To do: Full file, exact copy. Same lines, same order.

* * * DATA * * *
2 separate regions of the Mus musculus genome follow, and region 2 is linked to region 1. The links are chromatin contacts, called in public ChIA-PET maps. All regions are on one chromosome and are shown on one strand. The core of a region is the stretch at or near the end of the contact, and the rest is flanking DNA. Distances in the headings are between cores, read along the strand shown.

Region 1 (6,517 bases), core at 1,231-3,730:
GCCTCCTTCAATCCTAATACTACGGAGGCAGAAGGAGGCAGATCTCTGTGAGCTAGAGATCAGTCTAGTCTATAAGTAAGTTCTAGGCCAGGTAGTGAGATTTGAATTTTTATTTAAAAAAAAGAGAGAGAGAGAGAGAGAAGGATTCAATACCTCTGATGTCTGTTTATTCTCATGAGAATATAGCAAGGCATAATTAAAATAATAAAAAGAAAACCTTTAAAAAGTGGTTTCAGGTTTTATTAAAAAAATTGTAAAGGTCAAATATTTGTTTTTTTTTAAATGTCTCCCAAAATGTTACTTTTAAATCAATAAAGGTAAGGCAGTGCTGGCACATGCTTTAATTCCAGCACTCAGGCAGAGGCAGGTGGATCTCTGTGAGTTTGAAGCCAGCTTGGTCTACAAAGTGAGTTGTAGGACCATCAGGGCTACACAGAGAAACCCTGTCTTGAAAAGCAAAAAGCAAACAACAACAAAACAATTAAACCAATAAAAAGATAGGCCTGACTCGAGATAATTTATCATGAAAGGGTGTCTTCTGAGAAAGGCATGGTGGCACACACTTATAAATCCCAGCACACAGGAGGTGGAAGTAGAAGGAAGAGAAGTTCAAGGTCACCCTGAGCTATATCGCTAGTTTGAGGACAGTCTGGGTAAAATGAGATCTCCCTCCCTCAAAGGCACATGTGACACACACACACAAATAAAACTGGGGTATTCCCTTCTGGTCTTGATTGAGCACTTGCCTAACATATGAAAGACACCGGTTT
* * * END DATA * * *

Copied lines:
2 separate regions of the Mus musculus genome follow, and region 2 is linked to region 1. The links are chromatin contacts, called in public ChIA-PET maps. All regions are on one chromosome and are shown on one strand. The core of a region is the stretch at or near the end of the contact, and the rest is flanking DNA. Distances in the headings are between cores, read along the strand shown.

Region 1 (6,517 bases), core at 1,231-3,730:
GCCTCCTTCAATCCTAATACTACGGAGGCAGAAGGAGGCAGATCTCTGTGAGCTAGAGATCAGTCTAGTCTATAAGTAAGTTCTAGGCCAGGTAGTGAGATTTGAATTTTTATTTAAAAAAAAGAGAGAGAGAGAGAGAGAAGGATTCAATACCTCTGATGTCTGTTTATTCTCATGAGAATATAGCAAGGCATAATTAAAATAATAAAAAGAAAACCTTTAAAAAGTGGTTTCAGGTTTTATTAAAAAAATTGTAAAGGTCAAATATTTGTTTTTTTTTAAATGTCTCCCAAAATGTTACTTTTAAATCAATAAAGGTAAGGCAGTGCTGGCACATGCTTTAATTCCAGCACTCAGGCAGAGGCAGGTGGATCTCTGTGAGTTTGAAGCCAGCTTGGTCTACAAAGTGAGTTGTAGGACCATCAGGGCTACACAGAGAAACCCTGTCTTGAAAAGCAAAAAGCAAACAACAACAAAACAATTAAACCAATAAAAAGATAGGCCTGACTCGAGATAATTTATCATGAAAGGGTGTCTTCTGAGAAAGGCATGGTGGCACACACTTATAAATCCCAGCACACAGGAGGTGGAAGTAGAAGGAAGAGAAGTTCAAGGTCACCCTGAGCTATATCGCTAGTTTGAGGACAGTCTGGGTAAAATGAGATCTCCCTCCCTCAAAGGCACATGTGACACACACACACAAATAAAACTGGGGTATTCCCTTCTGGTCTTGATTGAGCACTTGCCTAACATATGAAAGACACCGGTTT